Magazine editor Pat O'Brien givesMexican dancer Dolores Del Rio a bad write-up, and then becomes romantically involved. Lots of songs and Busby Berkeley numbers.Magazine editor Pat O'Brien givesMexican dancer Dolores Del Rio a bad write-up, and then becomes romantically involved. Lots of songs and Busby Berkeley numbers.Magazine editor Pat O'Brien givesMexican dancer Dolores Del Rio a bad write-up, and then becomes romantically involved. Lots of songs and Busby Berkeley numbers.
- One of the Dancing De Marcosas One of the Dancing De Marcos
- (as The De Marcos)
The story centers upon Larry MacArthur (Pat O'Brien), president, critic and editor of New York City's smartest magazine, Manhattan Madness, who has a habit of writing bad reviews without ever seeing a performance. Harold Brandon (Edward Everett Horton), vice president, wants to break up Larry's engagement to Clara Thorne (Glenda Farrell), a gold digger who not only prefers to get married on a Thursday, but has had won three previous breach of promise suits. Knowing the upcoming marriage will be a mistake, Harold succeeds in getting Larry drunk enough to take him unconscious from both his job and Clara via airplane to Aqua Caliente, a Mexican resort. While there, the conscious Larry at first demands to be returned to New York, but once he meets up with Rita Gomez (Dolores Del Rio), he decides to have his holiday in Mexico and remain, unaware that Rita, a concert dancer, was one of the performers he criticized in his review. Recognizing Larry as the man who had given her a bad write-up, Rita plots on humiliating him, with the help of Jose Gomez (Leo Carrillo), her uncle and manager who pleasures in cheating "suckers" at cards. More problems arise when Clara arrives to claim Larry.
On the musical program, songs include: "Mexicando/In Caliente" (several reprises, mostly sung by Mariachis); "To Call You My Own" (sung by Phil Regan, danced by Dolores Del Rio and unidentified partner); "The Lady in Red" (sung by Winifred Shaw, chorus, Judy Canova), by Mort Dixon and Allie Wrubel; and "Muchacha" by Harry Warren and Al Dubin (sung by Phil Regan, Dolores Del Rio, and chorus).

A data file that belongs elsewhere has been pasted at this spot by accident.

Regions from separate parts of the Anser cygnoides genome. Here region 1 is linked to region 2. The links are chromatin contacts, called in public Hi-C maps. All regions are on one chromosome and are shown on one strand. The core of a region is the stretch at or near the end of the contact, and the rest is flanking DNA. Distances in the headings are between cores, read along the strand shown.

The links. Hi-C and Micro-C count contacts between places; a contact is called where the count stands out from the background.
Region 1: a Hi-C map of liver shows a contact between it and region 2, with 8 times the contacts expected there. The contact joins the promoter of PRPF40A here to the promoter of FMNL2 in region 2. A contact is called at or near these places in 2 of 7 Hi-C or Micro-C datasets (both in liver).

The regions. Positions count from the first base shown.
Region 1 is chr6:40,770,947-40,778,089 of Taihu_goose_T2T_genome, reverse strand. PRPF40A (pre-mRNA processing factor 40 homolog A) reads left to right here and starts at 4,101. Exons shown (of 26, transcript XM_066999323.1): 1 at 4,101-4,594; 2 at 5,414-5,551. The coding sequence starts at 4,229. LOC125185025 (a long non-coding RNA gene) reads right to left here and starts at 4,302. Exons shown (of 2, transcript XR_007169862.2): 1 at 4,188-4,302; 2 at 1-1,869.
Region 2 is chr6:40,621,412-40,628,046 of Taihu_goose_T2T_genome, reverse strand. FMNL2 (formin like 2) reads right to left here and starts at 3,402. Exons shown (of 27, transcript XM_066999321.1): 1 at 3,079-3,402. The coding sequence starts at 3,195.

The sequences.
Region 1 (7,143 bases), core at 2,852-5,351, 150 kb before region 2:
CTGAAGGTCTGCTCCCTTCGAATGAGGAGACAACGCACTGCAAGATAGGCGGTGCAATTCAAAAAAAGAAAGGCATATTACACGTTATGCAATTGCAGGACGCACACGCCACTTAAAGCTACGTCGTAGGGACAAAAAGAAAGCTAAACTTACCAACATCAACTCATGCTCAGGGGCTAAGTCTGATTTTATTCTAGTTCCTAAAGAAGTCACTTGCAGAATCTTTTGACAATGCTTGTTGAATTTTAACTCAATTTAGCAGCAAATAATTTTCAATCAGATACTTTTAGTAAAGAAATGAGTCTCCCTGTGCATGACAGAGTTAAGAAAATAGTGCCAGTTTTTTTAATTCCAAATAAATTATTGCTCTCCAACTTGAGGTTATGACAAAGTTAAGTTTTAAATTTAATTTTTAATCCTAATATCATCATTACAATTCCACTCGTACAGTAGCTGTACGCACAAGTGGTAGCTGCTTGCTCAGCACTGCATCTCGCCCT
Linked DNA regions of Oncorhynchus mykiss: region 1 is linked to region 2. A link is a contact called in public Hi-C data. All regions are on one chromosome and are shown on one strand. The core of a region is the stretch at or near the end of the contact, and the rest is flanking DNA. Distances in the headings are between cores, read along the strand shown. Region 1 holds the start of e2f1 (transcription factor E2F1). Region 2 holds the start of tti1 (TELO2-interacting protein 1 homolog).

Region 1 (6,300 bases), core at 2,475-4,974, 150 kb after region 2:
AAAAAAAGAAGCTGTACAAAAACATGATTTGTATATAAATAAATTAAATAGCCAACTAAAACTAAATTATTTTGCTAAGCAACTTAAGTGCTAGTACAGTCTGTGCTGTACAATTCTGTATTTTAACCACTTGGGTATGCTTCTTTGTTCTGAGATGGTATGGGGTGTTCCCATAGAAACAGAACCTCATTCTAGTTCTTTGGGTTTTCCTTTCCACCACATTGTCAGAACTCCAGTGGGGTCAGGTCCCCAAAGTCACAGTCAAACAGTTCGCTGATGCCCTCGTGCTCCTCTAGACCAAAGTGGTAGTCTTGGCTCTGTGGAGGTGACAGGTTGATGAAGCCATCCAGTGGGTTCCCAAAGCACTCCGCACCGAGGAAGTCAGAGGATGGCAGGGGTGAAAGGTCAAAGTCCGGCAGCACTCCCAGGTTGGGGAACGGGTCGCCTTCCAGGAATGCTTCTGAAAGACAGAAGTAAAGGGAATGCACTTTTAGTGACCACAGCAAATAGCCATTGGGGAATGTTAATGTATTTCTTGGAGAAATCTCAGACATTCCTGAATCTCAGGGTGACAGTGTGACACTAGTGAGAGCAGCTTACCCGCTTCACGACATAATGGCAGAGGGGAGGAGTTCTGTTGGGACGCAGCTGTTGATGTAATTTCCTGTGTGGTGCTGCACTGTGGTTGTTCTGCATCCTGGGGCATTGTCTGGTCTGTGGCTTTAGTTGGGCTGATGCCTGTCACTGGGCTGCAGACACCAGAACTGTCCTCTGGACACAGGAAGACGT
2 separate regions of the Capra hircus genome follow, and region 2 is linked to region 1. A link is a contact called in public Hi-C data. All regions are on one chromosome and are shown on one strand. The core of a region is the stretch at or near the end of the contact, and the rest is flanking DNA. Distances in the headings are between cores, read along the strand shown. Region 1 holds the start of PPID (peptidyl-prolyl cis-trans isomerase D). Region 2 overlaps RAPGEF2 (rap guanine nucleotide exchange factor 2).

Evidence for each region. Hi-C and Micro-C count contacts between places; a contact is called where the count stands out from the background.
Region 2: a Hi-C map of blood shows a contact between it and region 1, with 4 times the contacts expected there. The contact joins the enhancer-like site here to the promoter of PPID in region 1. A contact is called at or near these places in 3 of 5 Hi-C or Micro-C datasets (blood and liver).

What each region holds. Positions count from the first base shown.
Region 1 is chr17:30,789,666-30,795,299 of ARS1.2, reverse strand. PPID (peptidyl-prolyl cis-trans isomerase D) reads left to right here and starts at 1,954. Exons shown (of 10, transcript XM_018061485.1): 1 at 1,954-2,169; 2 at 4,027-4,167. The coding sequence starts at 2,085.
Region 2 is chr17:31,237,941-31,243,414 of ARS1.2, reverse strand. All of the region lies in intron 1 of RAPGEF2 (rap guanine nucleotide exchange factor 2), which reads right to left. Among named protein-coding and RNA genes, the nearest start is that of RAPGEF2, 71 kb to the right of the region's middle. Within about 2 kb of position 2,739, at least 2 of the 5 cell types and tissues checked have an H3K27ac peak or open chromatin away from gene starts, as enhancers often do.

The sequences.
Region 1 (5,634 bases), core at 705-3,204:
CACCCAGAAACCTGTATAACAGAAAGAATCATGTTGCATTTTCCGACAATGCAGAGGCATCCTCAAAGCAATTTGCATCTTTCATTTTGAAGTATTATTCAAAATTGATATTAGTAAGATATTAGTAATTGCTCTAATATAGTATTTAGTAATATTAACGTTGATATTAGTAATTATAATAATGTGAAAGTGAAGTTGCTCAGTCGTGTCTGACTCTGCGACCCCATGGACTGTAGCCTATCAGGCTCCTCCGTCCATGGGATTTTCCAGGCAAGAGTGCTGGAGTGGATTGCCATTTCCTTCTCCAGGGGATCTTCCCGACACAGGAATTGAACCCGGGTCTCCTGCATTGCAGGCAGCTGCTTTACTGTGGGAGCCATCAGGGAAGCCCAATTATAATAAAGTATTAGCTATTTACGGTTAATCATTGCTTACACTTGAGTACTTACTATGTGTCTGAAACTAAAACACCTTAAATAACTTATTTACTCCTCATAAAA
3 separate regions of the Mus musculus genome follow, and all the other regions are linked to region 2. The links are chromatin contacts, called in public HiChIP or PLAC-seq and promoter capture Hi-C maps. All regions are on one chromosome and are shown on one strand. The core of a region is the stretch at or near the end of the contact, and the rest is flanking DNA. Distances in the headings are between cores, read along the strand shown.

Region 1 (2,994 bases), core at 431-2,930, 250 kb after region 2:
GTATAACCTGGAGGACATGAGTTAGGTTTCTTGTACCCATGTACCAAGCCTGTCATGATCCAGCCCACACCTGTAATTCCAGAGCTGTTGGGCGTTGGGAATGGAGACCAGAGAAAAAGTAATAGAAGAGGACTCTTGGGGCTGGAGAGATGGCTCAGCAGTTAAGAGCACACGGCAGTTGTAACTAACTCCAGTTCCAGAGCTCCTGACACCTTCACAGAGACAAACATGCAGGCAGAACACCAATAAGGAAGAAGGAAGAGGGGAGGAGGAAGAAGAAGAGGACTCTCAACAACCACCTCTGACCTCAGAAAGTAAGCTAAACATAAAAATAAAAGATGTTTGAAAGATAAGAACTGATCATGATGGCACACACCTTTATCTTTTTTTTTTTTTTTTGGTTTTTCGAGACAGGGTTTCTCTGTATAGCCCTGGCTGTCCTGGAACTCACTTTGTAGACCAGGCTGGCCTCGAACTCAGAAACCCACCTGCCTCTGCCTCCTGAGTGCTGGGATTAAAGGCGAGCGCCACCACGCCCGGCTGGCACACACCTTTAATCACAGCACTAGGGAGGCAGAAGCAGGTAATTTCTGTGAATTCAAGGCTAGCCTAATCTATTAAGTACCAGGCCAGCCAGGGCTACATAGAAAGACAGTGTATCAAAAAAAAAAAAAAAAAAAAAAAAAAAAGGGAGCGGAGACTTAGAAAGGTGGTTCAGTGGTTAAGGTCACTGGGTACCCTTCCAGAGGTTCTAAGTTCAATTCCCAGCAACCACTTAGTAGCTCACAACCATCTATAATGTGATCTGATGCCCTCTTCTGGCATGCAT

Long on story and comedy, with songs spread apart while the two Berkeley production numbers are saved for the near conclusion. Of the songs presented, only "The Lady in Red" is notable. While introduced in IN CALIENTE by Winifred Shaw, and given the reprise "hillbilly treatment" by comedienne Judy Canova, it's best remembered as a dance number sung and performed by Desi Arnaz in one of the classic episodes to the 1950s TV comedy series, I LOVE LUCY (CBS, 1951-1957) starring Lucille Ball. Phil Regan, an Irish tenor, playing the role of Pat Casey, but acting the part as Pedro Casinova, is the male vocalist. He heads the grand finale of "Muchacha" opposite Del Rio, in a rare opportunity in which she sings (briefly) on film. Her vocalization is adequate, but at times sounds more like the singing of Kitty Carlisle from two Bing Crosby musicals, HERE IS MY HEART and SHE LOVES ME NOT (Paramount, 1934). Carlisle, however, is best noted for her performance opposite The Marx Brothers in A NIGHT AT THE OPERA (MGM, 1935).
While this is essentially a showcase for Dolores Del Rio and Pat O'Brien, Edward Everett Horton not only comes close in stealing his many scenes in his overly familiar performance from his leading actor, concluding the story with a funny fadeout. Another plus is the location filming at Agua Caliente. Chris Pin-Martin, as one of the mariachis, recites the catch phrase, "English not so very good looking." IN CALIENTE is typical yet manages to be entertaining as 1930s movies go. For more enjoyment with this south of the border musical comedy, watch IN CALIENTE whenever it plays on Turner Classic Movies. (***).
- Nov 6, 2005